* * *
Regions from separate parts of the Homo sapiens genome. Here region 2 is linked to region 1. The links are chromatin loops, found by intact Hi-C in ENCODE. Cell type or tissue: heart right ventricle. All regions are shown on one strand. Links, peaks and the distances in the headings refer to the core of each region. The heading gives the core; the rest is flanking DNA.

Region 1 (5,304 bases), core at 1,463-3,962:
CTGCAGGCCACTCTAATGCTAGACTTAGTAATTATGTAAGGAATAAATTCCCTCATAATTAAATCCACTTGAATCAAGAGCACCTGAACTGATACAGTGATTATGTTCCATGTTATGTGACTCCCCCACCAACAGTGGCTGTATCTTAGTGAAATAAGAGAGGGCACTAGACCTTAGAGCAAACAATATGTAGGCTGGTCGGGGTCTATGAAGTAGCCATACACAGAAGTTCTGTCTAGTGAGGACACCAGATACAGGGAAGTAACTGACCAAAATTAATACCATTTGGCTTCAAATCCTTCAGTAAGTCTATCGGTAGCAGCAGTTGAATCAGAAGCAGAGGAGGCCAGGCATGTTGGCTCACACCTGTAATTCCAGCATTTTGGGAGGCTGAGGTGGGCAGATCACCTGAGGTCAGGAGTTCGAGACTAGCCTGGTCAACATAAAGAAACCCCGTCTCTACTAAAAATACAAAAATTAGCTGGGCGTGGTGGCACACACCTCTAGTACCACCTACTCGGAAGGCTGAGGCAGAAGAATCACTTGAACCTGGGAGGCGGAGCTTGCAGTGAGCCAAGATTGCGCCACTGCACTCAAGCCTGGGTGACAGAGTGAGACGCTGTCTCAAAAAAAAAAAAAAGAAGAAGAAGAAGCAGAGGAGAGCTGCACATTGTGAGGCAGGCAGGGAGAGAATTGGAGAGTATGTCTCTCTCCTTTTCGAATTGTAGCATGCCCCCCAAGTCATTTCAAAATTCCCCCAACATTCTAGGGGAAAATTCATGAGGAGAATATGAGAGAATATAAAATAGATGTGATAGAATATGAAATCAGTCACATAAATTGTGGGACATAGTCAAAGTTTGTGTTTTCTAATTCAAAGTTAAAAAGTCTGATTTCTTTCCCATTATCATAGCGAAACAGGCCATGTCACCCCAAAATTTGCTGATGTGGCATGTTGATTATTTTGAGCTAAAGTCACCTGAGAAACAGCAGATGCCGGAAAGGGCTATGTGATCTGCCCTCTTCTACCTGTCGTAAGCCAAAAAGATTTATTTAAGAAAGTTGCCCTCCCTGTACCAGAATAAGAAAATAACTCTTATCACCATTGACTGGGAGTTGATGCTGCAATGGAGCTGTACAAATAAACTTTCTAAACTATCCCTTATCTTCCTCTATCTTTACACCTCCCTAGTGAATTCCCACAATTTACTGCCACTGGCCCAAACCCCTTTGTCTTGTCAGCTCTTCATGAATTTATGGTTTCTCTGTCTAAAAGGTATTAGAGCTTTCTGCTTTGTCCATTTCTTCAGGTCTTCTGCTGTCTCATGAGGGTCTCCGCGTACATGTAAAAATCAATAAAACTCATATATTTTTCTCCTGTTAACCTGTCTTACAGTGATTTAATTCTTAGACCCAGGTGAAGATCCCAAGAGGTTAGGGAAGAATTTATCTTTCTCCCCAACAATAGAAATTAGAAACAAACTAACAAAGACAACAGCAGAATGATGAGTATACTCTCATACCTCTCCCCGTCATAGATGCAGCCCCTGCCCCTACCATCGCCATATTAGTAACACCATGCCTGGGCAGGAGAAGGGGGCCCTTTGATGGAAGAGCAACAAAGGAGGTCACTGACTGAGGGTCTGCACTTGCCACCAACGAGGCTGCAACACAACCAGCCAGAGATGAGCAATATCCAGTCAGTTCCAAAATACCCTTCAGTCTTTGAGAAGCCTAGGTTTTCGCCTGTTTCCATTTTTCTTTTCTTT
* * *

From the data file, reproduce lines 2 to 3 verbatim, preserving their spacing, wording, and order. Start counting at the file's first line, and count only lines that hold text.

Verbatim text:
Region 1 (5,304 bases), core at 1,463-3,962:
CTGCAGGCCACTCTAATGCTAGACTTAGTAATTATGTAAGGAATAAATTCCCTCATAATTAAATCCACTTGAATCAAGAGCACCTGAACTGATACAGTGATTATGTTCCATGTTATGTGACTCCCCCACCAACAGTGGCTGTATCTTAGTGAAATAAGAGAGGGCACTAGACCTTAGAGCAAACAATATGTAGGCTGGTCGGGGTCTATGAAGTAGCCATACACAGAAGTTCTGTCTAGTGAGGACACCAGATACAGGGAAGTAACTGACCAAAATTAATACCATTTGGCTTCAAATCCTTCAGTAAGTCTATCGGTAGCAGCAGTTGAATCAGAAGCAGAGGAGGCCAGGCATGTTGGCTCACACCTGTAATTCCAGCATTTTGGGAGGCTGAGGTGGGCAGATCACCTGAGGTCAGGAGTTCGAGACTAGCCTGGTCAACATAAAGAAACCCCGTCTCTACTAAAAATACAAAAATTAGCTGGGCGTGGTGGCACACACCTCTAGTACCACCTACTCGGAAGGCTGAGGCAGAAGAATCACTTGAACCTGGGAGGCGGAGCTTGCAGTGAGCCAAGATTGCGCCACTGCACTCAAGCCTGGGTGACAGAGTGAGACGCTGTCTCAAAAAAAAAAAAAAGAAGAAGAAGAAGCAGAGGAGAGCTGCACATTGTGAGGCAGGCAGGGAGAGAATTGGAGAGTATGTCTCTCTCCTTTTCGAATTGTAGCATGCCCCCCAAGTCATTTCAAAATTCCCCCAACATTCTAGGGGAAAATTCATGAGGAGAATATGAGAGAATATAAAATAGATGTGATAGAATATGAAATCAGTCACATAAATTGTGGGACATAGTCAAAGTTTGTGTTTTCTAATTCAAAGTTAAAAAGTCTGATTTCTTTCCCATTATCATAGCGAAACAGGCCATGTCACCCCAAAATTTGCTGATGTGGCATGTTGATTATTTTGAGCTAAAGTCACCTGAGAAACAGCAGATGCCGGAAAGGGCTATGTGATCTGCCCTCTTCTACCTGTCGTAAGCCAAAAAGATTTATTTAAGAAAGTTGCCCTCCCTGTACCAGAATAAGAAAATAACTCTTATCACCATTGACTGGGAGTTGATGCTGCAATGGAGCTGTACAAATAAACTTTCTAAACTATCCCTTATCTTCCTCTATCTTTACACCTCCCTAGTGAATTCCCACAATTTACTGCCACTGGCCCAAACCCCTTTGTCTTGTCAGCTCTTCATGAATTTATGGTTTCTCTGTCTAAAAGGTATTAGAGCTTTCTGCTTTGTCCATTTCTTCAGGTCTTCTGCTGTCTCATGAGGGTCTCCGCGTACATGTAAAAATCAATAAAACTCATATATTTTTCTCCTGTTAACCTGTCTTACAGTGATTTAATTCTTAGACCCAGGTGAAGATCCCAAGAGGTTAGGGAAGAATTTATCTTTCTCCCCAACAATAGAAATTAGAAACAAACTAACAAAGACAACAGCAGAATGATGAGTATACTCTCATACCTCTCCCCGTCATAGATGCAGCCCCTGCCCCTACCATCGCCATATTAGTAACACCATGCCTGGGCAGGAGAAGGGGGCCCTTTGATGGAAGAGCAACAAAGGAGGTCACTGACTGAGGGTCTGCACTTGCCACCAACGAGGCTGCAACACAACCAGCCAGAGATGAGCAATATCCAGTCAGTTCCAAAATACCCTTCAGTCTTTGAGAAGCCTAGGTTTTCGCCTGTTTCCATTTTTCTTTTCTTT